JAMAICA -- The water system at Town Hall is closer to being replaced.
The outdated water system is something the Jamaica Selectboard has been discussing since the summer.
"Because the town of Jamaica owns the building, it really is the town’s responsibility to do something about the well," said Selectboard member Judy Flower. "It’s become a real necessity and the issue has been hanging around for quite a long time."
Earlier in October, the Selectboard accepted the lowest bid for the project, which was awarded to Frost Weld Drilling. The town will pay up to $4,000 for the work and donations will be used to cover the remainder of the estimated $7,000 cost.
The Selectboard has been looking into replacing the current water system at Town Hall. In June, the Town Hall Committee asked the board to look at costs for drilling a well for the building.
"It’s not drinkable," said Selectboard Chairwoman Lexa Clark in July. "In the summer, when there’s not a lot of rain, the spring kind of dries up."
The committee was formed years ago for renovating the building and finding fundraising dollars to assist with costs.
Flower has been helping the town to secure a grant for the Town Hall project, which will assist with the costs of replacing the water system.
"We have to get an easement or two because the trucks run over someone’s lawn next to the Town Hall," she said.
The grant is part of the Vermont Community Foundation’s Emergency Grant program, which is used for communities and municipalities. Flower told the Reformer that it has become a matter of health and safety.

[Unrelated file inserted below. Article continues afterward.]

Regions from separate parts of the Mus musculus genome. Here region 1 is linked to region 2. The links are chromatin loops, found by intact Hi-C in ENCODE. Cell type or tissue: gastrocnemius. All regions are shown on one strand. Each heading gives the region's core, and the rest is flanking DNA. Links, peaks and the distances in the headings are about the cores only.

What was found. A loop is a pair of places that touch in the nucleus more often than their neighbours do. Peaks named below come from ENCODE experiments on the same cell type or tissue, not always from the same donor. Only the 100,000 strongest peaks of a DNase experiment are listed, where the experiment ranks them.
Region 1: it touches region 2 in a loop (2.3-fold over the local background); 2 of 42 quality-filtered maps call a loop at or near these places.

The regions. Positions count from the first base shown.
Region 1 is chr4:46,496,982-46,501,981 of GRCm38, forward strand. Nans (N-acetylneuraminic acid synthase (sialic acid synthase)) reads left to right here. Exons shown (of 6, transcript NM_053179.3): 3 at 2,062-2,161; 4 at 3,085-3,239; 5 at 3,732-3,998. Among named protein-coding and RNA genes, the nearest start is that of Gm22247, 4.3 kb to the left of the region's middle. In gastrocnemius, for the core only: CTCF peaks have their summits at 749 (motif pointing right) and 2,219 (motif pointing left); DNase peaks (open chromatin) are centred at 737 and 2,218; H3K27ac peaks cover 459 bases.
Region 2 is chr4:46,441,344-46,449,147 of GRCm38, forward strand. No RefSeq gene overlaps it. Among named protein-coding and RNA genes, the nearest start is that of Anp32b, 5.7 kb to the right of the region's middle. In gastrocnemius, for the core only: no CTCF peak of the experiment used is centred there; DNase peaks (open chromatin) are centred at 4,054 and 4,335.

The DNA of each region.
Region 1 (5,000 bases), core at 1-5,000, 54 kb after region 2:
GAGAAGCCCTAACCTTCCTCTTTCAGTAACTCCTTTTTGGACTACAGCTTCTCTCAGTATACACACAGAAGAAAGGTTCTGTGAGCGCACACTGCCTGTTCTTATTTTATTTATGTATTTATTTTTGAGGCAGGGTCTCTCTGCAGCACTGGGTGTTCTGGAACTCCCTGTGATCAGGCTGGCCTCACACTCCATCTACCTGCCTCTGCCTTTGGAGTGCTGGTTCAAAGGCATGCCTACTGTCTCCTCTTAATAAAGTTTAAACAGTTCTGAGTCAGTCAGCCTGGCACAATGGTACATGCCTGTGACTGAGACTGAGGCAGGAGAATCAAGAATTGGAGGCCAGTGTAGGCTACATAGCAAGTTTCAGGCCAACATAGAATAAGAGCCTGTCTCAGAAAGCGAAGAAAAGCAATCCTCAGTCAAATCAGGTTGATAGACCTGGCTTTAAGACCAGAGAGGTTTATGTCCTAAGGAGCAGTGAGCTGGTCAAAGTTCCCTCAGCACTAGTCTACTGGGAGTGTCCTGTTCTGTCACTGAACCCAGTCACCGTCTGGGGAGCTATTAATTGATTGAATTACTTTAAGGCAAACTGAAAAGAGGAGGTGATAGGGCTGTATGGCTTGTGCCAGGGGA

"The Town Hall is one of the centers of our community," said Flower. "It’s used not only for community events but cultural events. It’s become more desperate to really have a working water system."
When events are held at the Jamaica Town Hall, patrons have been using the bathroom at the Community Church next door.
Local resident Steve Clark has been helping the town with the "technical side of this grant," Flower said.
"He’s been in the process of working on getting bids and getting the easements we need, exploring the area where the well could be dug, in terms of septic systems in the area and what kind of plumbing we have," Flower added. "He’s been really great at doing the technical stuff."
For now, the town is waiting to receive the easements before submitting the grant application. Once the grant is accepted, the company that was awarded the bid can begin work at the site. Funding projects like this have become a challenge for Jamaica.
"The major problem that the town is having and why we really need the grant is because (Tropical Storm) Irene has really hit us hard," said Flower. "Not everything has been paid by FEMA. It really has taxed what we have to pay and the town really needs help."
Organizations and individuals around town, including the Masons and the Benefit Society, have provided donations for the project.
"A lot of people have signed their support for the project within the community," said Flower.
The building is used for concerts, Town Meeting, graduations, dinner parties, anniversaries, workshops and other events.
Chris Mays can be reached at 802-254-2311, ext. 273, or firstname.lastname@example.org. Follow Chris on Twitter @CMaysReformer.